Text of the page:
Fantasy Football: Statistical Comparisons for This Year's Draft Class
My year-and-a-half-old daughter is curious about everything. She's not at the age where she'll ask "Why?" about anything I say, but she's constantly analyzing how things work while wondering what things are.
She's got these little flashcards with generic words and pictures on them to help her learn the world. One has a tractor on it -- something that sort of looks like a car, but it's got bigger wheels and doesn't do exactly what a car does.
That's the kind of phrasing I have to use when describing some of the items on her flashcards. It allows her to at least sort of comprehend what's being shown -- she's probably only seen a real tractor in real life just once or twice given where we live, but she sees tons of cars every single day.
Sometimes, I've got to use this same method when talking about college prospects. No, no -- you guys aren't on the same mental level as my 19-month-old daughter. She's smarter. (Kidding, kidding.) But the practice of using comparisons -- comparing one player to a player you might've already seen play in the NFL -- can be helpful in understanding what we're looking at with a prospect.
Now, before digging in, I want to get a few things out of the way. First, in order to find these comparisons, I'll be looking at the three main production metrics in both of my models, and then I'll combine those production similarities with a player's size-speed profile. For wide receivers, I'll also factor in breakout age. That's the gist of it.
Second, keep in mind that I don't hate your favorite prospect. My model isn't based solely on similarity scores, so these comparables are meant to be enjoyable above all else. You can hit my Twitter mentions with hate, but be prepared for a completely sarcastic response in return.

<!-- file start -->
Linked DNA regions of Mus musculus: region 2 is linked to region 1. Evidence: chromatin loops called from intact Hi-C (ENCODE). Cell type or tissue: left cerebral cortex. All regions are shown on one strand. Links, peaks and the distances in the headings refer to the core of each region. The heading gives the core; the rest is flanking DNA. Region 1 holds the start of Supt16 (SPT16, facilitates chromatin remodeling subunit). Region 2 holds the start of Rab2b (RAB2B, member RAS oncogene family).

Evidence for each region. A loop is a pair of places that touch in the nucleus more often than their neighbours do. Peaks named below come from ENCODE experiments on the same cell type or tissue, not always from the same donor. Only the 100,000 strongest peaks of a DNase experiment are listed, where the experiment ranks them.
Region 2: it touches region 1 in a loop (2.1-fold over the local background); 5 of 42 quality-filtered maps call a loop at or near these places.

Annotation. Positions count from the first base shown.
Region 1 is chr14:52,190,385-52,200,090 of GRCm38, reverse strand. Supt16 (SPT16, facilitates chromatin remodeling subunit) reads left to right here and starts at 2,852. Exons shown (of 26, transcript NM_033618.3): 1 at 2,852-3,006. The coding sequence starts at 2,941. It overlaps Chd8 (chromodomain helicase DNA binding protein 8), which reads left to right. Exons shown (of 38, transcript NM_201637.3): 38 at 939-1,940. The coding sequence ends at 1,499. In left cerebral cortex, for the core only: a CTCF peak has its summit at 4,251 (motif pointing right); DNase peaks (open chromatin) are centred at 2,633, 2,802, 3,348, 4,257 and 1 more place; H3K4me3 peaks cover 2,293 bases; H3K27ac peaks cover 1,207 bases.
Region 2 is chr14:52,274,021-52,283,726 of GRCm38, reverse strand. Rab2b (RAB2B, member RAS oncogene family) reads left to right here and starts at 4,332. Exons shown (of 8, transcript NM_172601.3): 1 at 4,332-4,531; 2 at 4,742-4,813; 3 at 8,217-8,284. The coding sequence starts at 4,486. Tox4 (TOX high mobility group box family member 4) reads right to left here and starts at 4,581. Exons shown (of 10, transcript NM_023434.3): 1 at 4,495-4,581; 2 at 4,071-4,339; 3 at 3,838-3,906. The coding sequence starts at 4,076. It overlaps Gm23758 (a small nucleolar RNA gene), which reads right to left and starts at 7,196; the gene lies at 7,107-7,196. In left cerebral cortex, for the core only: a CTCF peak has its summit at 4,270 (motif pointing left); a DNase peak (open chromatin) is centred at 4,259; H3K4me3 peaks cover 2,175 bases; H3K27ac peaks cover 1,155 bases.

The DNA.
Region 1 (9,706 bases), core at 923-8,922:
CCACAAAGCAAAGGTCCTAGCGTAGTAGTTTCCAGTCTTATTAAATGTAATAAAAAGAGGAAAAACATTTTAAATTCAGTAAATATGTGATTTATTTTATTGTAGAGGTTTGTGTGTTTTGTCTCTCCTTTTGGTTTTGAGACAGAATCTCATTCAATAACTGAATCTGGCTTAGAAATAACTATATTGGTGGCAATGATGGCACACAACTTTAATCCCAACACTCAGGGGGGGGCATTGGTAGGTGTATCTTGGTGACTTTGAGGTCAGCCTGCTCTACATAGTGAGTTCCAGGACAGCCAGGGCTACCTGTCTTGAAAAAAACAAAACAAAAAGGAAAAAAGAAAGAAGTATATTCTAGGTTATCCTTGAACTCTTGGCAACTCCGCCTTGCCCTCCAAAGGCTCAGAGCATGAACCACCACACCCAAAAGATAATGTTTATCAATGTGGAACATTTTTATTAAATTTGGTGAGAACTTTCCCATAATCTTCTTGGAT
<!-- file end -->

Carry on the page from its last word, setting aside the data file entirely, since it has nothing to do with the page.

We'll be looking at nine running backs and nine wide receivers. These player choices were largely based off of Dynasty League Football's current rookie rankings so that you're getting the most fantasy-relevant information.
Cool? Cool. Let's have some fun.
D'Andre Swift, Georgia
Top Comparable: Miles Sanders
Why This Is His Top Comp: Swift could've had a stronger production profile if Georgia decided to use him in some of their blowout wins last year, but having Miles Sanders as a top comp certainly isn't a bad thing. Sanders doesn't have as hefty of a BMI as Swift, but both players had a similar weight-adjusted 40 time (Speed Score), and they both posted very similar final-season numbers in the three main categories my model looks at: total touchdown share (16.4% for Sanders, 17.0% for Swift), reception share (11.7%, 9.4%), and total yards per team play (1.57, 1.53). Again, if you want more information on the prospect model, I've written about it in detail.
Jonathan Taylor, Wisconsin
Top Comparable: Ezekiel Elliott
Why This Is His Top Comp: Seeing Ezekiel Elliott's name as a top comp for Taylor probably made some of you roll your eyes, but the goal here is objectivity, not "JJ is trying to make everyone who reads this as happy as possible." The truth is, Taylor has one of the most complete production profiles in my database. His Speed Score was actually better than Zeke's, as was his final-season total touchdown share (46.4% versus 39.7%). And Taylor didn't trail Zeke by that much in final-season reception share (10.6% against 13.3%). The real match between the two was with their close totals in yards per team play. While Zeke's came in at a really healthy 2.27, Taylor outproduced it at 2.36.
JK Dobbins, Ohio State
Top Comparable: Darrell Henderson